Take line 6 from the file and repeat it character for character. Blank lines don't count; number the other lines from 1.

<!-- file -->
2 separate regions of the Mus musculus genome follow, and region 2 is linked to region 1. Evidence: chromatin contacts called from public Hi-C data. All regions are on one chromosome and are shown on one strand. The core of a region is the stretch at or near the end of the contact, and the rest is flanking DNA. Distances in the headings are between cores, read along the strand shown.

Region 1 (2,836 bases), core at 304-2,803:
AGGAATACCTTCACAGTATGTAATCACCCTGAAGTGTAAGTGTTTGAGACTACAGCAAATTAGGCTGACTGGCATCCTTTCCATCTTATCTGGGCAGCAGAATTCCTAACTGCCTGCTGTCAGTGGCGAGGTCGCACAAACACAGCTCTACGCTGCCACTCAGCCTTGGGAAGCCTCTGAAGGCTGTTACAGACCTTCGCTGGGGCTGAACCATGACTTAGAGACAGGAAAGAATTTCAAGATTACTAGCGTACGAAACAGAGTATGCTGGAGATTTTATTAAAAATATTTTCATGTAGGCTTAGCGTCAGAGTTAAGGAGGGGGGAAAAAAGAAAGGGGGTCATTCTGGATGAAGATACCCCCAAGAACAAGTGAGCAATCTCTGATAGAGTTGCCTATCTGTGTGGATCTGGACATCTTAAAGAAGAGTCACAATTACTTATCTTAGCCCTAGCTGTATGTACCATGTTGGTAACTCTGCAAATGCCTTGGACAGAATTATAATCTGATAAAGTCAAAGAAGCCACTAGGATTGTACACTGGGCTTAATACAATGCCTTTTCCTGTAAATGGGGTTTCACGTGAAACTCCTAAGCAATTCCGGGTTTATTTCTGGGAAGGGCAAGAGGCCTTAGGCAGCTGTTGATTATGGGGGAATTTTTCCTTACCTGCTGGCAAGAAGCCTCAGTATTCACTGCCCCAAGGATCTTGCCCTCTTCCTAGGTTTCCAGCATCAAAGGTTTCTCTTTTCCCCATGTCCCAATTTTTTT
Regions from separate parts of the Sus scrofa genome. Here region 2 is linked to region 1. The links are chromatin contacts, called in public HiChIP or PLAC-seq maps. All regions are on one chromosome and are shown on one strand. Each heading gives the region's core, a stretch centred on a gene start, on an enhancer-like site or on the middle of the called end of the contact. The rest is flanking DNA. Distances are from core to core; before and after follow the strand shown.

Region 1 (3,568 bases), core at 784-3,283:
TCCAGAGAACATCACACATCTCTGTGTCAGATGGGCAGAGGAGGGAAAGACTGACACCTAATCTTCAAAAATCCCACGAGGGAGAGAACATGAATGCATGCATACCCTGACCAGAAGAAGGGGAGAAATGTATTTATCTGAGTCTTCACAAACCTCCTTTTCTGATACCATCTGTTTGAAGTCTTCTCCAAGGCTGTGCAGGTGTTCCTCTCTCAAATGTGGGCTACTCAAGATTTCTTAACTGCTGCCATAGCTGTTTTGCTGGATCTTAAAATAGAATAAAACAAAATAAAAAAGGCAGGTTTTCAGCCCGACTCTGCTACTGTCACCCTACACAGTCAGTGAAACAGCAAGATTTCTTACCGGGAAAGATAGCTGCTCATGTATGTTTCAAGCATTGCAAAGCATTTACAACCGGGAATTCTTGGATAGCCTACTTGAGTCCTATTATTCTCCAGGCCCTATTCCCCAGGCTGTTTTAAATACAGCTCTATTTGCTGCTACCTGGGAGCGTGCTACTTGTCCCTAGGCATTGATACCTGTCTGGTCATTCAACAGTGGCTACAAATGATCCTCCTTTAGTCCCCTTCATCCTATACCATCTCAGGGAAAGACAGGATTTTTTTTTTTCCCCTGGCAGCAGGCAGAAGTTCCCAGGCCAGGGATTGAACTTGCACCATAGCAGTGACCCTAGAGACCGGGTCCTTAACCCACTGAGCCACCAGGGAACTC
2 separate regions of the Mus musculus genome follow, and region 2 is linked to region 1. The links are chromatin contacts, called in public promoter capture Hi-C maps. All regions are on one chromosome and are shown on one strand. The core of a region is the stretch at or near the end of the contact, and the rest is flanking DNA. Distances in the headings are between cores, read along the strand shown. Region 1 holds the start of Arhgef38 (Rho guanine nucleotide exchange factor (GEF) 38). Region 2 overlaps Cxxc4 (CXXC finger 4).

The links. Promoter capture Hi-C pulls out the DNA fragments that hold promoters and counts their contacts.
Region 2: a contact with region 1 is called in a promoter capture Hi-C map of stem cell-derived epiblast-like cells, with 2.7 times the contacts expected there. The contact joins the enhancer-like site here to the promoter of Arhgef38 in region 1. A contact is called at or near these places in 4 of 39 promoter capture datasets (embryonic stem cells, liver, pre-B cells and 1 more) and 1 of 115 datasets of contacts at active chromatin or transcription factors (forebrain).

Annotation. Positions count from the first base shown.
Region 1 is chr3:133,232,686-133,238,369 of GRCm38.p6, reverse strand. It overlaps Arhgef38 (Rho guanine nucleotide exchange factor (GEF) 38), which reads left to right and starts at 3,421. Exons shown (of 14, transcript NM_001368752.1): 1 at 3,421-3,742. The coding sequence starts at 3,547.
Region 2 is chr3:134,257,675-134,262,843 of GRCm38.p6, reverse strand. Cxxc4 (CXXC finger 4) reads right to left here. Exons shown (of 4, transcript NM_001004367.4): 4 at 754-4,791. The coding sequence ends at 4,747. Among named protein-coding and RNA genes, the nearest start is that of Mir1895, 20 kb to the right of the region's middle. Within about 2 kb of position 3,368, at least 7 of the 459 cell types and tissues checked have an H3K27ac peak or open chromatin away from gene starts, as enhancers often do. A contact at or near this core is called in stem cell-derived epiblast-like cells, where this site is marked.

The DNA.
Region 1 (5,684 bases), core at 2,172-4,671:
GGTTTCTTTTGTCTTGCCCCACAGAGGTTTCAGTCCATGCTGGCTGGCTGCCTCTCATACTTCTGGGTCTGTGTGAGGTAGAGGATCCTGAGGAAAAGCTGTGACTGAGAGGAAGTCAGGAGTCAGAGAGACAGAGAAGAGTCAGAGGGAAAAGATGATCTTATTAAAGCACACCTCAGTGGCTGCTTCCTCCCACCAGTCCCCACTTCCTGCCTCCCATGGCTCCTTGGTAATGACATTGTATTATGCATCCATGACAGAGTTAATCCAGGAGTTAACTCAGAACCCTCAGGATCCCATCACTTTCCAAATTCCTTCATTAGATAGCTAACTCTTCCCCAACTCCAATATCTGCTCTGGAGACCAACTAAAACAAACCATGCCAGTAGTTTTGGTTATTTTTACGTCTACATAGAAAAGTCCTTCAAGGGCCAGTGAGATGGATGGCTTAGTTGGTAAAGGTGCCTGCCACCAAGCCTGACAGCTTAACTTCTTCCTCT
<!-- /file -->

TCCAGAGAACATCACACATCTCTGTGTCAGATGGGCAGAGGAGGGAAAGACTGACACCTAATCTTCAAAAATCCCACGAGGGAGAGAACATGAATGCATGCATACCCTGACCAGAAGAAGGGGAGAAATGTATTTATCTGAGTCTTCACAAACCTCCTTTTCTGATACCATCTGTTTGAAGTCTTCTCCAAGGCTGTGCAGGTGTTCCTCTCTCAAATGTGGGCTACTCAAGATTTCTTAACTGCTGCCATAGCTGTTTTGCTGGATCTTAAAATAGAATAAAACAAAATAAAAAAGGCAGGTTTTCAGCCCGACTCTGCTACTGTCACCCTACACAGTCAGTGAAACAGCAAGATTTCTTACCGGGAAAGATAGCTGCTCATGTATGTTTCAAGCATTGCAAAGCATTTACAACCGGGAATTCTTGGATAGCCTACTTGAGTCCTATTATTCTCCAGGCCCTATTCCCCAGGCTGTTTTAAATACAGCTCTATTTGCTGCTACCTGGGAGCGTGCTACTTGTCCCTAGGCATTGATACCTGTCTGGTCATTCAACAGTGGCTACAAATGATCCTCCTTTAGTCCCCTTCATCCTATACCATCTCAGGGAAAGACAGGATTTTTTTTTTTCCCCTGGCAGCAGGCAGAAGTTCCCAGGCCAGGGATTGAACTTGCACCATAGCAGTGACCCTAGAGACCGGGTCCTTAACCCACTGAGCCACCAGGGAACTC